I spend part of my work life in DC. Its the one place where people seek out rusty beater bikes to buy. Its scary enough to walk around town. I saw 2 ghost bikes during a small neighborhood walk back in February. . Its a nice place to visit, but I wouldn't want to cycle there.
I rode a rusty girls bike (missing top tube) with a bent up front basket for 2 semesters at college... never had to lock it. It was always waiting for me.
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Old 06-13-22, 11:42 AM
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Originally Posted by Stadjer View Post
Let's listen to science and experts and therefore ignore doctors who believe their opinion on matters outside their expertise matters because they are a doctor.
Stupid comment.

Some doctors are actually quite expert in who is getting hurt and how because guess who they take people to when they're hurt?

I'm not sure what you consider the "science" here and who are the experts who qualify to comment, but I question your competence in making those judgments..
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Old 06-13-22, 12:19 PM
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Originally Posted by livedarklions View Post
Stupid comment.

Some doctors are actually quite expert in who is getting hurt and how because guess who they take people to when they're hurt?
And that gives them expertise on traffic engineering how exactly...?

I'm not sure what you consider the "science" here and who are the experts who qualify to comment, but I question your competence in making those judgments..
Everybody can comment, but doctors have the annoying habit to pretend they are qualified experts way out of their field of expertise. Doctors on lifestyle choices, doctors on traffic engineering, doctors on fireworks, doctors on bicycle helmets, doctors on law, doctors on ethics (not concerning their own usually) stfu, stop where you're expertise ends.

Of course they can make useful specifiic observations from their job and therefore expertise, but that doesn't make them experts in anything remotely related or connected. That's just arrogance, and I'm perfectly competent in establishing what's way out of a doctor's field of expertise. Cycling is healthy, accidents aren't, we don't need doctors to tell us that.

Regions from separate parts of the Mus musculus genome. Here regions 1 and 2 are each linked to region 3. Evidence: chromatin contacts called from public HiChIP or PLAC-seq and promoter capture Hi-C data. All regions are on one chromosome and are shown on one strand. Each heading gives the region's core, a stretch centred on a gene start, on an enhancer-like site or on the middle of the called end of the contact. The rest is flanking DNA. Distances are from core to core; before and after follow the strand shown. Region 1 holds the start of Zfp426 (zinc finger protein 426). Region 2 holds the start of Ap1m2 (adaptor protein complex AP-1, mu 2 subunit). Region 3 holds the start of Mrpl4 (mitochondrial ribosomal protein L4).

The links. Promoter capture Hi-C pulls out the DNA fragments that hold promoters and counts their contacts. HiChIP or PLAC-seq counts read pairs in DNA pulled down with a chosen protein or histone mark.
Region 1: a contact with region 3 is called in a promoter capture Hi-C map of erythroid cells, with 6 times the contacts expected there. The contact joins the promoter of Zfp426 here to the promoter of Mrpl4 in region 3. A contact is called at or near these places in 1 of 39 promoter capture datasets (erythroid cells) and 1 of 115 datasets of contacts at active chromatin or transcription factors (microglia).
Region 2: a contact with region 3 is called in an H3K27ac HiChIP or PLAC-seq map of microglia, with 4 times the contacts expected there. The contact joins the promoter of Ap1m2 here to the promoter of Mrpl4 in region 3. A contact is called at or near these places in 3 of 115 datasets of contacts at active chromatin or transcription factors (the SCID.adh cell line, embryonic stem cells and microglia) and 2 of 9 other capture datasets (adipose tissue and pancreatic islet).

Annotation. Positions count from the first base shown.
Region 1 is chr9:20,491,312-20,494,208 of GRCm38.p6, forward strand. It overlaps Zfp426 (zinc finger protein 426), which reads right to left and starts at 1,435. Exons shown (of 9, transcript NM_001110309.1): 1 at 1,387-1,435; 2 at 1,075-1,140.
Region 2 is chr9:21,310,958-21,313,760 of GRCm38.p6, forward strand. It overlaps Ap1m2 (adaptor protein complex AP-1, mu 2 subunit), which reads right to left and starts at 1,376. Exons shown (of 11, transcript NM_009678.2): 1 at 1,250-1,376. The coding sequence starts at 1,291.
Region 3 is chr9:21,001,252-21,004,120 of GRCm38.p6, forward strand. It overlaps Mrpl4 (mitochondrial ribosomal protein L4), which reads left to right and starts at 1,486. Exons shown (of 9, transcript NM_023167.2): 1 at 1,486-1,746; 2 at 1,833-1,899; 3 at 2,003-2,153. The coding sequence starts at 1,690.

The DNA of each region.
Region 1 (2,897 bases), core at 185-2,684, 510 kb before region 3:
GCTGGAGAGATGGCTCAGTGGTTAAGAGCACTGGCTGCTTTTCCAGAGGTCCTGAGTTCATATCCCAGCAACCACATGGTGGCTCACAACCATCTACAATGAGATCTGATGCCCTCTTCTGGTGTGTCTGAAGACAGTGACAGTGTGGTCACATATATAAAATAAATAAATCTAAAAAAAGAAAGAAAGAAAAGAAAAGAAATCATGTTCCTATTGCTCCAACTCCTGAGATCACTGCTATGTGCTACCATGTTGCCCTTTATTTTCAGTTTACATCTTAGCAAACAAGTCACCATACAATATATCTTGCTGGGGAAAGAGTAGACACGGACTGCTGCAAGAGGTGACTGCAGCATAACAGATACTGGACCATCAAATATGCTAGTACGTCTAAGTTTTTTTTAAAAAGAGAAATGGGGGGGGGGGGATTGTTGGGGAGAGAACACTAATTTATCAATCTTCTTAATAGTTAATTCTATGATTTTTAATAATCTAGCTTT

.
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Old 06-13-22, 01:01 PM
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Originally Posted by Stadjer View Post
And that gives them expertise on traffic engineering how exactly...?

Everybody can comment, but doctors have the annoying habit to pretend they are qualified experts way out of their field of expertise. Doctors on lifestyle choices, doctors on traffic engineering, doctors on fireworks, doctors on bicycle helmets, doctors on law, doctors on ethics (not concerning their own usually) stfu, stop where you're expertise ends.

Of course they can make useful specifiic observations from their job and therefore expertise, but that doesn't make them experts in anything remotely related or connected. That's just arrogance, and I'm perfectly competent in establishing what's way out of a doctor's field of expertise. Cycling is healthy, accidents aren't, we don't need doctors to tell us that.

.

Wait, so you're now the expert on whether experience with seeing what injuries and under what circumstances bicyclists are brought in for medical attention is relevant to an understanding of how road design and safety equipment, etc. affect severity of injuries? YOUR arrogance is absolutely astounding.

What causes bicycle crashes and factors that make injuries more or less severe or increase/decrease fatalities ARE public health issues, and doctors actually do know quite a lot more about public health issues than you do.

You obviously have no idea what you are talking about--these aren't simply "engineering" issues, divining patterns from the cases they encounter is a major part of what doctors do.

Your last sentence is classic Dunning/Kruger BTW. You don't even know what the questions are.
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Old 06-13-22, 02:44 PM
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I’m not entirely onboard with the praise of physically separated bike lanes.
First, IMO the need/benefit from those is very dependent on traffic speed and density. In some places, the benefit is quite marginal while drawing funds that could have been better spent elsewhere.
Secondly, pushing too hard for physically separated bike lanes tends to result in them being built based on ease-of-installation rather than actual benefit to the riders.
Also, motorists tend to react really badly when exposed to an obviously expensive bike lane that they don’t think is seeing enough traffic.
Now, places with a considerable speed difference, then physically separated bike lanes can certainly be nice and useful.
One thing that seems to me to work well are ”bike boxes”.
They’re nothing more than a reserved zone closest to the stop line at intersections and lights. They’re really inexpensive to install, protect cyclists from the dreaded blind side/blind angle of turning vehicles, and they work as a steady reminder to motorists that cyclists are allowed on the streets.
What I really dislike is seeing big money spent on marginally useful traffic solutions. It’s free ammo for the bike haters, tax money spent in vain, and to no use to me as a cyclist.